Arians, and to attempt to give information to your reverences, as
though you were not already well acquainted with them, might seem
superfluous. For we do not suppose your piety to hold what is
befalling us as of such secondary importance as that you stand in any
need of information on matter's which cannot but evoke your sympathy.
Nor indeed were the storms which beset us such as to escape notice
from their insignificance. Our persecutions are but of yesterday. The
sound of them still rings in the ears alike of those who suffered them
and of those whose love made the sufferers' pain their own. It was but
a day or two ago, if I may so say, that some released from chains in
foreign lands returned to their own churches through manifold
afflictions; of others who had died in exile the relics were brought
home; others again, even after their return from exile, found the
passion of the heretics still at boiling heat, and, slain by them with
stones as was the blessed Stephen, met with a sadder fate in their own
than in a stranger's land. Others, worn away with various cruelties,
still bear in their bodies the scars of their wounds and the marks of
"Who could tell the tale of fines, of disfranchisements, of individual
confiscations, of intrigues, of outrages, of prisons? In truth all
kinds of tribulation were wrought out beyond number in us, perhaps
because we were paying the penalty of sins, perhaps because the
merciful God was trying us by means of the multitude of our
sufferings. For these all thanks to God, who by means of such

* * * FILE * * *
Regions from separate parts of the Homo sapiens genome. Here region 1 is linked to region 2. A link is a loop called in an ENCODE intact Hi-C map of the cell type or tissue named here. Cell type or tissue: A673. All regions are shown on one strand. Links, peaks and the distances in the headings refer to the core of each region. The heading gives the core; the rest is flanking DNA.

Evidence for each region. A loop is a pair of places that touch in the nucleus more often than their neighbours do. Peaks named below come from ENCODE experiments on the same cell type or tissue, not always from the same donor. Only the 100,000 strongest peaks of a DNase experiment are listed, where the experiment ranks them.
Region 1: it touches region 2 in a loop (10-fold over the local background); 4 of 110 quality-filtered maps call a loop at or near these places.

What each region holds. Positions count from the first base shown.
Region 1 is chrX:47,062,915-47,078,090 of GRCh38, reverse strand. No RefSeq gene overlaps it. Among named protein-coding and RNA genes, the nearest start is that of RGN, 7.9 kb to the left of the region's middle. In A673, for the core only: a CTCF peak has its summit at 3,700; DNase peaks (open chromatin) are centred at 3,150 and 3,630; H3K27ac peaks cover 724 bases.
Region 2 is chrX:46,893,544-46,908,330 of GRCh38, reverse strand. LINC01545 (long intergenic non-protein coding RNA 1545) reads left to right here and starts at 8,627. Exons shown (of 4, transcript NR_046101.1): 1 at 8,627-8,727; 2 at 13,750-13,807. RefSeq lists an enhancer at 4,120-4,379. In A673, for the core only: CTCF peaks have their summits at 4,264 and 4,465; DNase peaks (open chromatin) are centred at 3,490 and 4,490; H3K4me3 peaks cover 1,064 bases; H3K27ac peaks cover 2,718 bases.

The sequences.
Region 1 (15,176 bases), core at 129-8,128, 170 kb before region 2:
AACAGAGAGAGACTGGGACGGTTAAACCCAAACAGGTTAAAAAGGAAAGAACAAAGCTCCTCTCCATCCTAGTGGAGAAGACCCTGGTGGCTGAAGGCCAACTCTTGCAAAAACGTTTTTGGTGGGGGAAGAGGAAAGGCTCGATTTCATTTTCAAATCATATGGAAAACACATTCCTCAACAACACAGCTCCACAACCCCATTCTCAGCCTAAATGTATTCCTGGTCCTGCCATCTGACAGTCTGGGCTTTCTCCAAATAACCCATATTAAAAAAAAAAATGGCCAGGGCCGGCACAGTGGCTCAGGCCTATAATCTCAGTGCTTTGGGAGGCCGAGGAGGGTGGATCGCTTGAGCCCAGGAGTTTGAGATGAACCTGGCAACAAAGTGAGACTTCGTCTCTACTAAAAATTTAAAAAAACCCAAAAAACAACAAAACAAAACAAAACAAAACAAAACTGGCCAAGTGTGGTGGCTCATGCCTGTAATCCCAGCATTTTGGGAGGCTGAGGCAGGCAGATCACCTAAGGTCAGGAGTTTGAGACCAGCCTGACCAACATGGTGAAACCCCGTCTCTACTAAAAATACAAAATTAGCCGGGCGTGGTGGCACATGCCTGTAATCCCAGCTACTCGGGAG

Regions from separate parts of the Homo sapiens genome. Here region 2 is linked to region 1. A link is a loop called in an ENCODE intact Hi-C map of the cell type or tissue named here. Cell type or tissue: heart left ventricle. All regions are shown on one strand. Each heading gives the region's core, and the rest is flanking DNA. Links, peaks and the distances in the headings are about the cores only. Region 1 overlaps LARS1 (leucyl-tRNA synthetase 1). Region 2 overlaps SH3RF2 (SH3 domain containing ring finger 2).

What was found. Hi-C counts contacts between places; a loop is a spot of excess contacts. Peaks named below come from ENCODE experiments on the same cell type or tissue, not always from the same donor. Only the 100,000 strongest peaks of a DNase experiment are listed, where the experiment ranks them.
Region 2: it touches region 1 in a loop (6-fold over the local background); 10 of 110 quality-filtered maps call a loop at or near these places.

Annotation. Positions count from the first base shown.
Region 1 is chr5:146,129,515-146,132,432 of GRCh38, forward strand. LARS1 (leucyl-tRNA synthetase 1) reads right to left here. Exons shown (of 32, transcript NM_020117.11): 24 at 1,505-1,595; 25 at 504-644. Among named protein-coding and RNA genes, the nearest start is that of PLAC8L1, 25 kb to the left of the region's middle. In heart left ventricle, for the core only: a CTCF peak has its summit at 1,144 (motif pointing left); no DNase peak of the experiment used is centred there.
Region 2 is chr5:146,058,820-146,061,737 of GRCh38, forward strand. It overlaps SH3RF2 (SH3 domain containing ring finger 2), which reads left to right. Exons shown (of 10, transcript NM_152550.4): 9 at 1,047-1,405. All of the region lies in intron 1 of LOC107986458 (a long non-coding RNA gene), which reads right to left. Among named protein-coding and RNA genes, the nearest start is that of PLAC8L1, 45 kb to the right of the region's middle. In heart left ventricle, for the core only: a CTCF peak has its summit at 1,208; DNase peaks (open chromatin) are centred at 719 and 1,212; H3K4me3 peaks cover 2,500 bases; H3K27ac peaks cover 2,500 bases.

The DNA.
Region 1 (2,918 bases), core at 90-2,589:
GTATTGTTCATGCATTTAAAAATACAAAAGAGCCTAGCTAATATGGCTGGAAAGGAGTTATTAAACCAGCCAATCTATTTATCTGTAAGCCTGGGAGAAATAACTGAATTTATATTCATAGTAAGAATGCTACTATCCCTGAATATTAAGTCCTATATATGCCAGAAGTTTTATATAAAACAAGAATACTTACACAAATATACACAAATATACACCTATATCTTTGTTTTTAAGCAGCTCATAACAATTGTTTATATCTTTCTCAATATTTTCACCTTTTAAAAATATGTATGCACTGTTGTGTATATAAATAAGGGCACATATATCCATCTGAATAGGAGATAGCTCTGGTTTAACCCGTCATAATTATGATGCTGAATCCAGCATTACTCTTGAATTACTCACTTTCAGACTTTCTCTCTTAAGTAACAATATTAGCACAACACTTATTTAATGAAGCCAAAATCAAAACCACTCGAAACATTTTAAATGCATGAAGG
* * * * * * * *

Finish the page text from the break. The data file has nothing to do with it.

afflictions trained his servants and, according to the multitude of
his mercies, brought us again to refreshment. We indeed needed long
leisure, time, and toil to restore the church once more, that so, like
physicians healing the body after long sickness and expelling its
disease by gradual treatment, we might bring her back to her ancient
health of true religion. It is true that on the whole we seem to have
been delivered from the violence of our persecutions and to be just
now recovering the churches which have for a long time been the prey
of the heretics. But wolves are troublesome to us who, though they
have been driven from the byre, yet harry the flocks up and down the
glades, daring to hold rival assemblies, stirring seditions among the
people, and shrinking from nothing which can do damage to the
"So, as we have already said, we needs must labour all the longer.
Since however you showed your brotherly love to us by inviting us (as
though we were your own members) by the letters of our most religious
emperor to the synod which you are gathering by divine permission at
Rome, to the end that since we alone were then condemned to suffer
persecution, you should not now, when our emperors are at one with us
as to true religion, reign apart from us, but that we, to use the